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Cell Phones Deployed to Help Measure Happiness

By Senior News Editor
Reviewed by John M. Grohol, Psy.D. on August 26, 2013

Cell Phones Deployed to Help Measure HappinessAdd another “app” to our cell phone menu as researchers investigate the manner by which the environment influences our pursuit of happiness.

In this case, the ubiquity of cell phones can make them into a research tool.

Investigators from Princeton University are developing ways to use mobile phones to explore how one’s environment influences one’s sense of well-being.

In one study, researchers found that cell phones can efficiently capture information that is otherwise difficult to record, given today’s on-the-go lifestyle.

Experts believe use of cell phones will improve the documentation of an individual’s feelings because emotions recorded “in the moment” are likely to be more accurate than feelings jotted down after the fact.

To conduct the study, the team created an application for the Android operating system that documented each person’s location and periodically sent the question, “How happy are you?”

The investigators invited people to download the app, and over a three-week period, collected information from 270 volunteers in 13 countries who were asked to rate their happiness on a scale of 0 to 5.

From the information collected, the researchers created and fine-tuned methods that could lead to a better understanding of how our environments influence emotional well-being.

The study has been published in the journal Demography.

The mobile phone method could help overcome some of the limitations that come with surveys conducted at people’s homes, according to the researchers.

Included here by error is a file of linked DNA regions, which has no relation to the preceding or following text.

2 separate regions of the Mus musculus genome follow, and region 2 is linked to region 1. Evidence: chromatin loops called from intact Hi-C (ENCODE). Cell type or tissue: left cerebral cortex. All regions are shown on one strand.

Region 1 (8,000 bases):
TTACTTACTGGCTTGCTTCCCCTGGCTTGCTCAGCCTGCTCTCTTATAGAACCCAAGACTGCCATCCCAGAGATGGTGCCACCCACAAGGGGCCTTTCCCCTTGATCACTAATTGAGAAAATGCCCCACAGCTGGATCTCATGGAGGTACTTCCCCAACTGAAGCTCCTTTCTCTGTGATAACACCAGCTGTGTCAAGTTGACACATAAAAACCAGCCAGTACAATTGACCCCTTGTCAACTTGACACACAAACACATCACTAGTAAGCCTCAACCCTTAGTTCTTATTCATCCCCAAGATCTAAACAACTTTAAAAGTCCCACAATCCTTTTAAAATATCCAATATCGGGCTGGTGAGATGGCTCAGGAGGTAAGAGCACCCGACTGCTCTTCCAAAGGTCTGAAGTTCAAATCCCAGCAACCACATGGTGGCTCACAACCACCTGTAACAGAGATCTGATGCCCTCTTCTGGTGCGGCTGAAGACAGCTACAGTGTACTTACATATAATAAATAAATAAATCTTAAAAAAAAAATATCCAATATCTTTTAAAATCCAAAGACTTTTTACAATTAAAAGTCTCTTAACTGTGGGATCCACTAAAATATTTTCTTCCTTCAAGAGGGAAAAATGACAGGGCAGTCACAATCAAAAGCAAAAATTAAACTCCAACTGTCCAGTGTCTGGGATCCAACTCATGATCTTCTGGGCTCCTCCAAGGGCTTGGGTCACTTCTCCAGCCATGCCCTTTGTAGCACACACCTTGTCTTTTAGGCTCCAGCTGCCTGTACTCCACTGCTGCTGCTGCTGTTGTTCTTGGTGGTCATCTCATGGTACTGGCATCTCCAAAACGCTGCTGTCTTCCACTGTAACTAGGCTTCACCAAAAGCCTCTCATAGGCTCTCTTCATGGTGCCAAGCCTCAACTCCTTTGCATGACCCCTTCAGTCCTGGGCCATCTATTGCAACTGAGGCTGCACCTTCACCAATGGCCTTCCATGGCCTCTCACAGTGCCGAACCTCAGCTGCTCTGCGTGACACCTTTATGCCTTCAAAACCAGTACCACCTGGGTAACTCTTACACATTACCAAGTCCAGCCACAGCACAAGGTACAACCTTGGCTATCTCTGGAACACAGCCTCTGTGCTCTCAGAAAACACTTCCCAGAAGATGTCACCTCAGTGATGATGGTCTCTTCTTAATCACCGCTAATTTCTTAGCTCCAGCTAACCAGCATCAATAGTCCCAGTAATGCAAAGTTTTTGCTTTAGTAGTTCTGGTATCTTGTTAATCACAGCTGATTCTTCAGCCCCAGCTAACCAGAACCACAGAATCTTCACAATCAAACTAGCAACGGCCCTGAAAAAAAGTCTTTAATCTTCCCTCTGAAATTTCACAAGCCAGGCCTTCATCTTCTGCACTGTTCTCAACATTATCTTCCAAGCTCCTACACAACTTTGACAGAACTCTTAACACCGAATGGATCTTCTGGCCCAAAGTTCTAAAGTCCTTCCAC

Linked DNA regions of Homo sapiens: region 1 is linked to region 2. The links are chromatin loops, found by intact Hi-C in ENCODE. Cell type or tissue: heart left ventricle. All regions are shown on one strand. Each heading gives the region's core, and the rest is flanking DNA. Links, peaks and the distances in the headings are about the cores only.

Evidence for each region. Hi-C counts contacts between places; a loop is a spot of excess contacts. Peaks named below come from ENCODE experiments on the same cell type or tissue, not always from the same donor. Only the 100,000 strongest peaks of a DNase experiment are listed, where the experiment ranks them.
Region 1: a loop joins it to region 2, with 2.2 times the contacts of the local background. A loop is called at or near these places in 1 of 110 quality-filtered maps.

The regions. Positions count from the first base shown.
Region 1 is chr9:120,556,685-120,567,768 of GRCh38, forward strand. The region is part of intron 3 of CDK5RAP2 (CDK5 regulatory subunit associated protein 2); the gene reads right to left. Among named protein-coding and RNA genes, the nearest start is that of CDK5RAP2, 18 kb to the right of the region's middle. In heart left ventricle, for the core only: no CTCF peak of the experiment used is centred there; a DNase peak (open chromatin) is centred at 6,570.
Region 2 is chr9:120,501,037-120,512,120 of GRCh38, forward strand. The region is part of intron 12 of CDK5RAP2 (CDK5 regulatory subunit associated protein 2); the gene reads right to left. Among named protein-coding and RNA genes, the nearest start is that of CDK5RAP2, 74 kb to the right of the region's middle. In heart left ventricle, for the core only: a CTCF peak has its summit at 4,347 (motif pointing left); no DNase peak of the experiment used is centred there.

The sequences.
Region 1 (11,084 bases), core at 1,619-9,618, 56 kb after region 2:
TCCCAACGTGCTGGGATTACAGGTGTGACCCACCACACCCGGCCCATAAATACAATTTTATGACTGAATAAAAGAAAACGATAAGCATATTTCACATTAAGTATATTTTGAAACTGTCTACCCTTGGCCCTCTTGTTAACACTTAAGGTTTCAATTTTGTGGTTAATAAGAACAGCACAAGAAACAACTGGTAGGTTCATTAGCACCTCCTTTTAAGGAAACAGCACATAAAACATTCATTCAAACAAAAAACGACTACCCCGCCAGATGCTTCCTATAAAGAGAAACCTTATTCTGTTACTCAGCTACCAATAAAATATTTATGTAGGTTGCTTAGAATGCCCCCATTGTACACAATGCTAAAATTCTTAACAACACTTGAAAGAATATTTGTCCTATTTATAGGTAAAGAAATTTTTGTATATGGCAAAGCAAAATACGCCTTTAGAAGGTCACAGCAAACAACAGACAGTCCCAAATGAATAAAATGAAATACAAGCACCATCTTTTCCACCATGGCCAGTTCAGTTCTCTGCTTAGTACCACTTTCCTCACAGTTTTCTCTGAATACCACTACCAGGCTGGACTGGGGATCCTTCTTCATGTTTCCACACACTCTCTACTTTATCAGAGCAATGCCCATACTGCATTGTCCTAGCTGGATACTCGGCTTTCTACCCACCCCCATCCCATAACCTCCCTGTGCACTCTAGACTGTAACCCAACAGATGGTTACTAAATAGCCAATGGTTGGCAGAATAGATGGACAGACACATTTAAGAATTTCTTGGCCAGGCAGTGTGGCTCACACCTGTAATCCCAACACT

For example, census measurements link an individual’s feelings to the specific area where they live, although in reality, people go to a variety of locales when performing their normal activities.

“People spend a significant amount of time outside their census tracks,” said John Palmer, a graduate student in the Woodrow Wilson School of Public and International Affairs and the paper’s lead author. “If we want to get more precise findings of contextual measurements we need to use techniques like this.”

Though many of the volunteers lived in the United States, some were in Australia, Canada, China, France, Germany, Israel, Japan, Norway, South Korea, Spain, Sweden and the United Kingdom.

Palmer noted that the team’s focus at this stage was not on generalizable conclusions about the link between environment and happiness, but rather on learning more about the mobile phone’s capabilities for data collection. “I’d be hesitant to try to extend our substantive findings beyond those people who volunteered.” he said.

However, the team did obtain some preliminary results regarding happiness: For example, male subjects tended to describe themselves as less happy when they were further from their homes, whereas females did not demonstrate a particular trend with regards to emotions and distance.

“One of the limitations of the study is that it is not representative of all people,” Palmer said. Participants had to have smart phones and be Internet users. It is also possible that people who were happy were more likely to respond to the survey.

However, Palmer said, the study demonstrates the potential for mobile phone research to reach groups of people that may be less accessible by paper surveys or interviews.

Source: Princeton University

 

APA Reference
Nauert, R. (2013). Cell Phones Deployed to Help Measure Happiness. Psych Central. Retrieved on November 1, 2014, from http://psychcentral.com/news/2013/08/26/cell-phones-deployed-to-help-measure-happiness/58896.html